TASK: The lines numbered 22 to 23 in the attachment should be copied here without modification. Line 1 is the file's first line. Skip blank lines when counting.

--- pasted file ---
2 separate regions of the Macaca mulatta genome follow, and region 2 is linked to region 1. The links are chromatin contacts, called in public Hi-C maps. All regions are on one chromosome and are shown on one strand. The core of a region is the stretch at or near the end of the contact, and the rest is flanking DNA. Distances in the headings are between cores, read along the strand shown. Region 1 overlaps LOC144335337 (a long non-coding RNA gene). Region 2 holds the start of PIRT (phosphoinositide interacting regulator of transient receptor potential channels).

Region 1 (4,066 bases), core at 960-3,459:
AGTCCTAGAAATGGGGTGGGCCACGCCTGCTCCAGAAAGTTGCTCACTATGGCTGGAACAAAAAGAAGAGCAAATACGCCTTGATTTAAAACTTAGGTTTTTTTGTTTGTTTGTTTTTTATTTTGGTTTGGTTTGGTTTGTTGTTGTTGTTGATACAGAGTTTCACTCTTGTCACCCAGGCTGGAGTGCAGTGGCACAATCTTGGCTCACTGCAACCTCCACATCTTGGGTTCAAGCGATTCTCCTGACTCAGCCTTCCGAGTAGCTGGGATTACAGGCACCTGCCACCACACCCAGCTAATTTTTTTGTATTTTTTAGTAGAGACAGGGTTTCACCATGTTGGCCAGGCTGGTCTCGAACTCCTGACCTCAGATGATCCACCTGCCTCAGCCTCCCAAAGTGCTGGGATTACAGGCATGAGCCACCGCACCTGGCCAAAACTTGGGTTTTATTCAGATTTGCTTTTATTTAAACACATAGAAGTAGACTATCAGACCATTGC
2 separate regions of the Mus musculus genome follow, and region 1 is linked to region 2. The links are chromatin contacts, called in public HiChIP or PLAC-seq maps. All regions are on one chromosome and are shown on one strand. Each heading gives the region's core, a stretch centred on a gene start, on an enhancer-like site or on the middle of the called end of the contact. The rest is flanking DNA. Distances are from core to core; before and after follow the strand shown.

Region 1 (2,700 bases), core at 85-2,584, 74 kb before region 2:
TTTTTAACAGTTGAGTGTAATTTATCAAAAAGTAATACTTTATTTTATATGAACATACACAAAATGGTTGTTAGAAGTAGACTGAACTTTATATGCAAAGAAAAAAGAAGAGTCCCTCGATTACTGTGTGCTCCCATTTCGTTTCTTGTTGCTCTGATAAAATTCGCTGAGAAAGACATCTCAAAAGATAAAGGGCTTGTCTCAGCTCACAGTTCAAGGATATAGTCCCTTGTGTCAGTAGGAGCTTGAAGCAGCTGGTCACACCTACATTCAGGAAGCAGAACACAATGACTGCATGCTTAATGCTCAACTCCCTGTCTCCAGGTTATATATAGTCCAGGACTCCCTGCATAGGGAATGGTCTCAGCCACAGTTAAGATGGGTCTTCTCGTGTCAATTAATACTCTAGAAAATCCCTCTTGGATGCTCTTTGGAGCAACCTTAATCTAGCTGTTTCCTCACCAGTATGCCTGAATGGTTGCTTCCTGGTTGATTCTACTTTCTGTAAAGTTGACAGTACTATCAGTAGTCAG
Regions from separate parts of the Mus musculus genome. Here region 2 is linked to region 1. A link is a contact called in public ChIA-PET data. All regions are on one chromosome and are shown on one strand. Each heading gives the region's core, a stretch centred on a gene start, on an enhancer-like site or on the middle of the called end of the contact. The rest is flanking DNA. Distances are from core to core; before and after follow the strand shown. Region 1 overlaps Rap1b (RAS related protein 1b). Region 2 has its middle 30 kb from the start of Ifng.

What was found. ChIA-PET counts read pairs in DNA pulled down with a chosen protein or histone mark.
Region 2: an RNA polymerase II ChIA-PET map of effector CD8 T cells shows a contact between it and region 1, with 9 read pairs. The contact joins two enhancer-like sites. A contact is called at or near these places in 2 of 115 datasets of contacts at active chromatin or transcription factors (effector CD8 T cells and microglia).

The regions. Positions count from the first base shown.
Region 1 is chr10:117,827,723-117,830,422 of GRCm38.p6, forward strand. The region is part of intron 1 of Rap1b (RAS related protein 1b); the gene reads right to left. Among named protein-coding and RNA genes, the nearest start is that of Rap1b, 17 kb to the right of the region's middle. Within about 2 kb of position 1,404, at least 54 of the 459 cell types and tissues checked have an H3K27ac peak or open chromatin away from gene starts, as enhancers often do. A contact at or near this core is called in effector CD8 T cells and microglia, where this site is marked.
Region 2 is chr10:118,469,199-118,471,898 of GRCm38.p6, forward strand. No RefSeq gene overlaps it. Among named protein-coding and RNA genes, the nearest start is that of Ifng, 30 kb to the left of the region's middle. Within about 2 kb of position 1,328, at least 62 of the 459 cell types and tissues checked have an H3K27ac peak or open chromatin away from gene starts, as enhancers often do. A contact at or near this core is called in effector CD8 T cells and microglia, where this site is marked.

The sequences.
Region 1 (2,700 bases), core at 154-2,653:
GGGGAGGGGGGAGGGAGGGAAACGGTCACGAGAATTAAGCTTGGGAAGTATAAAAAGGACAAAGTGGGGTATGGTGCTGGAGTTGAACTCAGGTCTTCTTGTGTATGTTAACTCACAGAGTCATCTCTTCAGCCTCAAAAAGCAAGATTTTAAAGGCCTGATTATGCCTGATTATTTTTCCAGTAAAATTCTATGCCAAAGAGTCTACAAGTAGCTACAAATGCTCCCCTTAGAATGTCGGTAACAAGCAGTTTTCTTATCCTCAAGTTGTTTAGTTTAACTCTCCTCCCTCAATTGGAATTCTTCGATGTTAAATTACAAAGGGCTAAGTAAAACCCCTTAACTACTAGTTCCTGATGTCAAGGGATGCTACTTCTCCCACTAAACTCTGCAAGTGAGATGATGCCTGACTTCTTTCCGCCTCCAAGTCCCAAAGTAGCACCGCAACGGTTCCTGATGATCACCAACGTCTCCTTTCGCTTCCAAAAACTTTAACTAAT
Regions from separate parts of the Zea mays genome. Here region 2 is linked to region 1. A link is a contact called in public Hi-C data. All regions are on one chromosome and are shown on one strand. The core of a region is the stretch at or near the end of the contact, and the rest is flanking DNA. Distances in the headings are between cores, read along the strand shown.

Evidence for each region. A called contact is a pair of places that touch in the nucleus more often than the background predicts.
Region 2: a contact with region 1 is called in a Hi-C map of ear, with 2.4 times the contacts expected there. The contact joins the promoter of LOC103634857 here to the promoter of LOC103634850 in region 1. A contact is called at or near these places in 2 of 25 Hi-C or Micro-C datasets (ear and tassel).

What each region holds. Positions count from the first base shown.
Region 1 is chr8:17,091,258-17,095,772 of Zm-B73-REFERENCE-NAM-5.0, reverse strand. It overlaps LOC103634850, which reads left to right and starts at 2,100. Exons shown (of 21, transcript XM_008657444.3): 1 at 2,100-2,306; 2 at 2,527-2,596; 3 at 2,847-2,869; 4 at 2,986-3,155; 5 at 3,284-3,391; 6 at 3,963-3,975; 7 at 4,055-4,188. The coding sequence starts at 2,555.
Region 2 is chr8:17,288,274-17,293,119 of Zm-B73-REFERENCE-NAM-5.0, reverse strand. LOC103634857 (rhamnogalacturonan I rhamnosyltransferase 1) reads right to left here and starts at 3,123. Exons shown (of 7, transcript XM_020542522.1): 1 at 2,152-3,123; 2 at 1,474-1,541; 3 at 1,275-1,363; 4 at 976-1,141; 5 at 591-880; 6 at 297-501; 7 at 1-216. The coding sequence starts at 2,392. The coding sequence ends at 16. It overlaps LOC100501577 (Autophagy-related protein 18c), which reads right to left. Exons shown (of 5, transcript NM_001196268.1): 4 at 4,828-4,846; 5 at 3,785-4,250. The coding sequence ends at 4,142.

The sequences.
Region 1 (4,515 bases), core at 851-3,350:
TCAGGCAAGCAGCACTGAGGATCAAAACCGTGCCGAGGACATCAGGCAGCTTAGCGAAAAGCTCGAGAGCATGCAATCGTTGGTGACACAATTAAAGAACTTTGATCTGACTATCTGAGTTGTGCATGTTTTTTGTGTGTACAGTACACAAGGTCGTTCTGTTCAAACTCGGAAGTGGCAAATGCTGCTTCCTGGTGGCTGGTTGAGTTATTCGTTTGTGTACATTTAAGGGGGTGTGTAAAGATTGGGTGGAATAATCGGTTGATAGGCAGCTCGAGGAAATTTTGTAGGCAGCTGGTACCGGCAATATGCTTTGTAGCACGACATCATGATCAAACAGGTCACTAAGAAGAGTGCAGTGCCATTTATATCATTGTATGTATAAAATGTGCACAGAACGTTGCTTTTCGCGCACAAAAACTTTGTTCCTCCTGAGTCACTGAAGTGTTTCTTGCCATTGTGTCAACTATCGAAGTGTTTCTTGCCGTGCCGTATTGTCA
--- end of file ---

The sequences.
Region 1 (4,515 bases), core at 851-3,350: